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Calves & Heifers

The future of your herd depends on quality colostrum, milk or replacer feeding and disease control along with proper bedding, sanitation and ventilation.

LATEST

I read mixing directions on a milk replacer tag recently, and it said “mix at 15% solids” which seems simple enough. But what does “15% solids” mean? Is it 15% by weight or 15% by volume?

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Day in and day out, dairy farmers provide the best in animal husbandry. There are occasions when animals get sick and need antimicrobial therapy to overcome a specific disease challenge.

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Currently, producers throughout the U.S. may be asked to either dump loads of milk or reduce production as dairy markets respond to decreased demand for dairy products caused by changes in the restaurant trade. This is a challenging proposition with few totally “right” answers.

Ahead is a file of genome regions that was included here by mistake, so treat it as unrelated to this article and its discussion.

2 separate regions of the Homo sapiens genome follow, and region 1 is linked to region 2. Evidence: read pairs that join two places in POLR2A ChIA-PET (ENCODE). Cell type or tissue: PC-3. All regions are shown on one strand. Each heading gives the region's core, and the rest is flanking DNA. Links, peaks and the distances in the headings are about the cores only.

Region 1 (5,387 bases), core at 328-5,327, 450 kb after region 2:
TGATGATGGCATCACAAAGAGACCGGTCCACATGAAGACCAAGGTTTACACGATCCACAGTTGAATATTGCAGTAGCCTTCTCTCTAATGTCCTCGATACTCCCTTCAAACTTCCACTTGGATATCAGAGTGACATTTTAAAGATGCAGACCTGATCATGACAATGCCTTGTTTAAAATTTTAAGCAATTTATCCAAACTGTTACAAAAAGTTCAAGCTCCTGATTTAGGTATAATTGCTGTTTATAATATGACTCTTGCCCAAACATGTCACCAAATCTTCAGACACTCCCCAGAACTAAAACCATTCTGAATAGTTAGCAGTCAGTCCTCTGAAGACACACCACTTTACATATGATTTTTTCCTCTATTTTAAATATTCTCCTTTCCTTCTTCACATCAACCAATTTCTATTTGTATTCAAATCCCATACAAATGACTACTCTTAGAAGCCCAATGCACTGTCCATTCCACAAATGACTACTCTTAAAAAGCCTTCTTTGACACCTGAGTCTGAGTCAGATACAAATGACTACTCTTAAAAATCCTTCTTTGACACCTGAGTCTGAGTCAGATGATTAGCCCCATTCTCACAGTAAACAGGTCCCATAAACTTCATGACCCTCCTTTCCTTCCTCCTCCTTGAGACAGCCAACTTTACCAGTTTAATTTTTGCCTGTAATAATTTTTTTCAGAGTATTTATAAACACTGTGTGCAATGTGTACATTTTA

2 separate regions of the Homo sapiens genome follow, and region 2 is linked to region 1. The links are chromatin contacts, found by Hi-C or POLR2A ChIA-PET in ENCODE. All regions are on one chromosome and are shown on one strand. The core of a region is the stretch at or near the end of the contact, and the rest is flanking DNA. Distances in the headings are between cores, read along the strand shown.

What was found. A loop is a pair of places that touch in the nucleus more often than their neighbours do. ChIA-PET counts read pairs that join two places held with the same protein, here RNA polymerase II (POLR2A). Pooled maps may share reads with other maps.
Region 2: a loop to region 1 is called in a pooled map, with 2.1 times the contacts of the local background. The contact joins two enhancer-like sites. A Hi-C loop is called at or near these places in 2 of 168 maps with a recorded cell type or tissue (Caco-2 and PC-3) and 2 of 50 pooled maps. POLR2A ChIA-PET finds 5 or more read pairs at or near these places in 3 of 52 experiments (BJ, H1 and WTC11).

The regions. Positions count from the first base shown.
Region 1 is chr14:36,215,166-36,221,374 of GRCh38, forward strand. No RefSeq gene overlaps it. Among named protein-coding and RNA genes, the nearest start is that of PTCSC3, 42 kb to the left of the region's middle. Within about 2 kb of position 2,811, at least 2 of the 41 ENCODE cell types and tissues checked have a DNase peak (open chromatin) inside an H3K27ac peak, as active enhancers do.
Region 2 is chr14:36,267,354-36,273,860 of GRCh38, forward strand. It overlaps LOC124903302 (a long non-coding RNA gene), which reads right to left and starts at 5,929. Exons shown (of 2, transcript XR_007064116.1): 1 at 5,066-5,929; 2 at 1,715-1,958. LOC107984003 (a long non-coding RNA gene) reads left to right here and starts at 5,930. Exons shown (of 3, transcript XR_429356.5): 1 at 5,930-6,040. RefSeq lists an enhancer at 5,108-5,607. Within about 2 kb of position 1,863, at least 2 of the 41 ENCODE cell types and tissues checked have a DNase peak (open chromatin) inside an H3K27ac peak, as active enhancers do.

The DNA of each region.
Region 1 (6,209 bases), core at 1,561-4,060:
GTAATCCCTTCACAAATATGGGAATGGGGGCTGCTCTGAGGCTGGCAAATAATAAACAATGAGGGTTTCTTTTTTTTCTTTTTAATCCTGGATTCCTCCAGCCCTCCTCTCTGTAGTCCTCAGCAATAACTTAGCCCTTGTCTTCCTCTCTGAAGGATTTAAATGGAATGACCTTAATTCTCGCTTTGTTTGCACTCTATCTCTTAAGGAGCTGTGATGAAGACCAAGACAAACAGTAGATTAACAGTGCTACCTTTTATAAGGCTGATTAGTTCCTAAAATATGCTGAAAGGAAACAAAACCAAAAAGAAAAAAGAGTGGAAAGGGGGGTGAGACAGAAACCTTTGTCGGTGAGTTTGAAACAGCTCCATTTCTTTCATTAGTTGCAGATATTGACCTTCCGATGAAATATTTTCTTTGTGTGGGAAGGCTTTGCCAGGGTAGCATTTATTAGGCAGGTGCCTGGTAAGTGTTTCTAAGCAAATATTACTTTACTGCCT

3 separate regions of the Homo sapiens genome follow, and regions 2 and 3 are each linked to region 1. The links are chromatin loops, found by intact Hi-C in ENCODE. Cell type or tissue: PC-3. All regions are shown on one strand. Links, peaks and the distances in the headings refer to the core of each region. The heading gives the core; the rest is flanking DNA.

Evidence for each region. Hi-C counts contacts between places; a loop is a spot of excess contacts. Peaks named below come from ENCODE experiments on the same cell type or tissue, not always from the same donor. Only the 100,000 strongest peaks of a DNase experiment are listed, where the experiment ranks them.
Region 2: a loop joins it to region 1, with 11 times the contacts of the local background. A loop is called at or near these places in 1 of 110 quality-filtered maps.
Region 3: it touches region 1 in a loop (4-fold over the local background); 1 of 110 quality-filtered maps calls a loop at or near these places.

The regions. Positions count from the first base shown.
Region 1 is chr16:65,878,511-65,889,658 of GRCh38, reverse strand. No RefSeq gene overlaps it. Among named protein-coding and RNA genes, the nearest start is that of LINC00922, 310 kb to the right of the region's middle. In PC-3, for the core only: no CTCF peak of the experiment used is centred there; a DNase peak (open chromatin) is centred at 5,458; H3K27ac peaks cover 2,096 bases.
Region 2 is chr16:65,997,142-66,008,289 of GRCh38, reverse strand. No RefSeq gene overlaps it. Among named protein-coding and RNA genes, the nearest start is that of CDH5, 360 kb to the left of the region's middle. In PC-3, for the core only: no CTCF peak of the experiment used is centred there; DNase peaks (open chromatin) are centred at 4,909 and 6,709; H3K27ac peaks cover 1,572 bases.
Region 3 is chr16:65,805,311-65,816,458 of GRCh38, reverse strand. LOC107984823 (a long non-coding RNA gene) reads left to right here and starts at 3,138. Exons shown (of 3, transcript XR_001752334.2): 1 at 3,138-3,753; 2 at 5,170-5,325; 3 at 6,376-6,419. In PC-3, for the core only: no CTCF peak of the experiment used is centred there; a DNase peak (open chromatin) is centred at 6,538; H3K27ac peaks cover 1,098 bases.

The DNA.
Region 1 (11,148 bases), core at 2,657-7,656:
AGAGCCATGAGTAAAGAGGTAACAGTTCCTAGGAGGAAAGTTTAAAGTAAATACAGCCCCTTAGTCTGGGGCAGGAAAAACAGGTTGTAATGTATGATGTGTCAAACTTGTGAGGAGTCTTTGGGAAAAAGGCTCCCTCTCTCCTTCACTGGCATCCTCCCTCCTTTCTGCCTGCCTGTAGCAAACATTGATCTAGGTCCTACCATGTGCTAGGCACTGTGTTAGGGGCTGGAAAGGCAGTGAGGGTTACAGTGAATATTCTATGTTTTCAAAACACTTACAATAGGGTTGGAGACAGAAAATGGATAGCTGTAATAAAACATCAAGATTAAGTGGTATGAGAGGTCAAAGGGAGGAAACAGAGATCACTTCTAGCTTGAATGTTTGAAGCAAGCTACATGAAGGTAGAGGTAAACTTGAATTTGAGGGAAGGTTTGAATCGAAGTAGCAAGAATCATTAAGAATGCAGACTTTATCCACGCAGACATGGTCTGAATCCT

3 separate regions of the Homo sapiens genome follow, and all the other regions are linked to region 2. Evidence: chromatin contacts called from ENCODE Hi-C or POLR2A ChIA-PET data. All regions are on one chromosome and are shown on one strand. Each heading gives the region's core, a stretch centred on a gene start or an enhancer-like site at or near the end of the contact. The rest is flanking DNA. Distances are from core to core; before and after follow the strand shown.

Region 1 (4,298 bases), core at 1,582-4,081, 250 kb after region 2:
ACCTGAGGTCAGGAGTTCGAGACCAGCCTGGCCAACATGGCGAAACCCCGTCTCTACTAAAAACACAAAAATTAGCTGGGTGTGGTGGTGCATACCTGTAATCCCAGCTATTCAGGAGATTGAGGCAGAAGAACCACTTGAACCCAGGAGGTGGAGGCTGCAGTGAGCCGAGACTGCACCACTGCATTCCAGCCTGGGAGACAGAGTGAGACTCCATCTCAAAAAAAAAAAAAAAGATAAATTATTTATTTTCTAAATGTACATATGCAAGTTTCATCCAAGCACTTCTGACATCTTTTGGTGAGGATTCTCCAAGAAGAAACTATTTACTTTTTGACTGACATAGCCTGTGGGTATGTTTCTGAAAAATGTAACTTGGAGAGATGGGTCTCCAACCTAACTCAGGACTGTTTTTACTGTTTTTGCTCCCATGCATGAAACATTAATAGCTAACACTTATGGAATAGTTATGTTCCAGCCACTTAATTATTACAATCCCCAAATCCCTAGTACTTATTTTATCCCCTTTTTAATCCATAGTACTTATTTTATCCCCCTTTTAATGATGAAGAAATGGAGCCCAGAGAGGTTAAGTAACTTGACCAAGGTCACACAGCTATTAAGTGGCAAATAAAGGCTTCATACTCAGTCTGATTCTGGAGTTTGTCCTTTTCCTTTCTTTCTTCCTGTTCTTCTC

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A common goal of any dairy farmer is to grow healthy calves that can express their full genetic potential in the parlor. But, for all calves to become high-producing cows, they must have a successful transition from a milk-based diet to a grain and forage-based diet.

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Scours – it’s an unwelcome but far too common problem on many dairies today. Thanks to education and development of new products, tremendous strides have been made in reducing the severity and number of calves lost due to the main causes of calf scours.

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Conventional wisdom has told us we should house dairy calves individually to prevent nose-to-nose contact and control spread of disease. Calf hutches have been viewed as the “gold standard” for calf raising.

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